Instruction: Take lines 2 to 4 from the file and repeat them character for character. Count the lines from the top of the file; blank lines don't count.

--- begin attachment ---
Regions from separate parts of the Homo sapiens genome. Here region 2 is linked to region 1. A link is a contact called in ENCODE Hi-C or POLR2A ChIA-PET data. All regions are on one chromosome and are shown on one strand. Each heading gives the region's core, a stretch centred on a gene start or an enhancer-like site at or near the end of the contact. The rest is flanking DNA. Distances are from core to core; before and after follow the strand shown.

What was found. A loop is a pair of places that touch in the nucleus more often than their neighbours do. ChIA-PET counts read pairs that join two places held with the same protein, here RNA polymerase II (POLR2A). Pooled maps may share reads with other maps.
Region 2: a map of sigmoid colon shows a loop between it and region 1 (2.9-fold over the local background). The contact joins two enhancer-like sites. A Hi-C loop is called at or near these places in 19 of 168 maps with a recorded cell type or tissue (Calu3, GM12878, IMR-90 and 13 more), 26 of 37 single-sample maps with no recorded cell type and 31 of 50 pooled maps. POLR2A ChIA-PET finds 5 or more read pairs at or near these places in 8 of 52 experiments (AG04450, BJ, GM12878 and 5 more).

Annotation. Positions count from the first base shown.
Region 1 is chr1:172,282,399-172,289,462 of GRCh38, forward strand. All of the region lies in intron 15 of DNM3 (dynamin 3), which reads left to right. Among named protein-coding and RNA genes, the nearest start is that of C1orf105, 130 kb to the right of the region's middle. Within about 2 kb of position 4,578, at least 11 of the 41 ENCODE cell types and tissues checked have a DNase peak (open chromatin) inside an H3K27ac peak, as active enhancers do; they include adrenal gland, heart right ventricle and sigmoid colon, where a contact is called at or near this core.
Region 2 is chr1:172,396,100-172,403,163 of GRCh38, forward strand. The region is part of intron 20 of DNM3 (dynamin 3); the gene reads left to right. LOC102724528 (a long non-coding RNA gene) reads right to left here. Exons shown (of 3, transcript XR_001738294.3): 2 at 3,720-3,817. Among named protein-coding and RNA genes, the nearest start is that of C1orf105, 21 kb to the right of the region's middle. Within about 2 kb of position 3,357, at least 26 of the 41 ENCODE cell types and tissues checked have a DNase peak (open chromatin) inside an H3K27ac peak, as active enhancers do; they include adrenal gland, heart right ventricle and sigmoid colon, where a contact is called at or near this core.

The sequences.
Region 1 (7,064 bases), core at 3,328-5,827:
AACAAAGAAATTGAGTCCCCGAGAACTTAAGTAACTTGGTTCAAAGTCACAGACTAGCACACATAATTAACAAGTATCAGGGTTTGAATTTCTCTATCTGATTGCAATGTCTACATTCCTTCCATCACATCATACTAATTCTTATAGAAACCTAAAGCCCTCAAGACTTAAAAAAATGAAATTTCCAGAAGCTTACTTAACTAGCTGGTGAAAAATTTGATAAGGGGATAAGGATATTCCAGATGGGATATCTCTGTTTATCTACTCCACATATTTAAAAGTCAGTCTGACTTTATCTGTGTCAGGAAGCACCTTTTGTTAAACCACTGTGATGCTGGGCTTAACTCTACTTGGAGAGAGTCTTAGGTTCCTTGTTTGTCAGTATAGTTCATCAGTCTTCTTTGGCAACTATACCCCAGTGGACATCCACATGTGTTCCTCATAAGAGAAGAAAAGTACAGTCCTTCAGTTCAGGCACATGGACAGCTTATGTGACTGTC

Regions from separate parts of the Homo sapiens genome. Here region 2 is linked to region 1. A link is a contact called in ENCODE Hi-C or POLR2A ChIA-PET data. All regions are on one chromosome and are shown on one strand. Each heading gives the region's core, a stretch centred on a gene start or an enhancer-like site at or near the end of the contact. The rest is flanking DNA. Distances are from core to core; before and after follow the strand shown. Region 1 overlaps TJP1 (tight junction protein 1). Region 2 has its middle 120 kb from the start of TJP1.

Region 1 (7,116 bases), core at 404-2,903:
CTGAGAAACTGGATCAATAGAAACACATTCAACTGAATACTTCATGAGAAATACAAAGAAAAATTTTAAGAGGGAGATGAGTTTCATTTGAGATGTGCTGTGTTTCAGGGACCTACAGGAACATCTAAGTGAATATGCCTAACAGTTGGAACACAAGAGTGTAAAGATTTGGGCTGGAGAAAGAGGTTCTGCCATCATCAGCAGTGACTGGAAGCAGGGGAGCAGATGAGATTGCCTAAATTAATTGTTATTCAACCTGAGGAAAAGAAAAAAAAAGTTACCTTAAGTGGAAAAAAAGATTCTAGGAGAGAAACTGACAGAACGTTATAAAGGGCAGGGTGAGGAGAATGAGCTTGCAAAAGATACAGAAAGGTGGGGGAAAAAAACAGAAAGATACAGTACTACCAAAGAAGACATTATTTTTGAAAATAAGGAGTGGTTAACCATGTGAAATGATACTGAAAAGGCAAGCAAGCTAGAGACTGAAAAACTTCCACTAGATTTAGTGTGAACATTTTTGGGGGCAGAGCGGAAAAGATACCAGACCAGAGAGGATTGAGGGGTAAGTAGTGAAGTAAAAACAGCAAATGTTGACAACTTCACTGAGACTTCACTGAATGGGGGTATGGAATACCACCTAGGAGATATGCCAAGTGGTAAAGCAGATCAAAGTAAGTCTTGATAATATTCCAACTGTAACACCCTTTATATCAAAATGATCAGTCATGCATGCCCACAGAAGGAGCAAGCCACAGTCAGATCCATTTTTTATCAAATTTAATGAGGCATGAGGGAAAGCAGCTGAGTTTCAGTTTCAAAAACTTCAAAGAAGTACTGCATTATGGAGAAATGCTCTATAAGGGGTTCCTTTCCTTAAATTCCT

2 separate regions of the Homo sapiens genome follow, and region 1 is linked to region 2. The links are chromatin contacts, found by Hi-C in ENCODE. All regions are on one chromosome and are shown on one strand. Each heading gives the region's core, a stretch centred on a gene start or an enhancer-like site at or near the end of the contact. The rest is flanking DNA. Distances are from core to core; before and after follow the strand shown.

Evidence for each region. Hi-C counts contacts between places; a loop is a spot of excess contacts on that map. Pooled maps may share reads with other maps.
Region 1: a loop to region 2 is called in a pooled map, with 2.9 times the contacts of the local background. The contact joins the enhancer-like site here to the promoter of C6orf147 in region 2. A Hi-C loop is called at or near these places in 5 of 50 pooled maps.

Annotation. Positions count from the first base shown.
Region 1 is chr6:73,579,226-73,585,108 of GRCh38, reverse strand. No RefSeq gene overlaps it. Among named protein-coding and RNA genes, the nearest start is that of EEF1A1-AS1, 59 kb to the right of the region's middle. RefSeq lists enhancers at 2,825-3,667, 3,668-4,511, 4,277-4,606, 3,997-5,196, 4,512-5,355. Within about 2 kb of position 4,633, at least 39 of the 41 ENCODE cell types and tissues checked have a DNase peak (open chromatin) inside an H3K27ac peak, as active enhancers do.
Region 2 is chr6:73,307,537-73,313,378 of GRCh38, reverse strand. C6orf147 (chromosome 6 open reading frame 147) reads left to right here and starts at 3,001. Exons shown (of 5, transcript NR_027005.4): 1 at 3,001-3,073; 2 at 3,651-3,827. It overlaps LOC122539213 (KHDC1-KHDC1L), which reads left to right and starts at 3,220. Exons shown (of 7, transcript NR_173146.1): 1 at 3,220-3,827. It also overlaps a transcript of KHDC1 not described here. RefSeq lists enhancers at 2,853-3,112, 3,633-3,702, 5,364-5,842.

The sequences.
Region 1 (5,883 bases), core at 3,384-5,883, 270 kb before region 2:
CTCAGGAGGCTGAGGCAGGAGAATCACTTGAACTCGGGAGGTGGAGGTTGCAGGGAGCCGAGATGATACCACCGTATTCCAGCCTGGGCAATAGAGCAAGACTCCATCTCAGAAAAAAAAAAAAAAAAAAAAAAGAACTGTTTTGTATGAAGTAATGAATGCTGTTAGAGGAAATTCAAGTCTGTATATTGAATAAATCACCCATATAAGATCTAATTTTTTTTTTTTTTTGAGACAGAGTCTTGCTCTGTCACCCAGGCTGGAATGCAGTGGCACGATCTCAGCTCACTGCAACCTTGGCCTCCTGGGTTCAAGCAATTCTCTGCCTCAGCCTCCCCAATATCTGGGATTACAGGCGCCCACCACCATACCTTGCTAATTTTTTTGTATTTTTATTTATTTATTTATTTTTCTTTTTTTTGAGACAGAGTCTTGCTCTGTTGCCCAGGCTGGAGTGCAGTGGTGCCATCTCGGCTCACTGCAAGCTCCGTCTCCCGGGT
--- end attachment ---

What was found. A loop is a pair of places that touch in the nucleus more often than their neighbours do. ChIA-PET counts read pairs that join two places held with the same protein, here RNA polymerase II (POLR2A). Pooled maps may share reads with other maps.
Region 2: a map of sigmoid colon shows a loop between it and region 1 (2.9-fold over the local background). The contact joins two enhancer-like sites. A Hi-C loop is called at or near these places in 19 of 168 maps with a recorded cell type or tissue (Calu3, GM12878, IMR-90 and 13 more), 26 of 37 single-sample maps with no recorded cell type and 31 of 50 pooled maps. POLR2A ChIA-PET finds 5 or more read pairs at or near these places in 8 of 52 experiments (AG04450, BJ, GM12878 and 5 more).

Annotation. Positions count from the first base shown.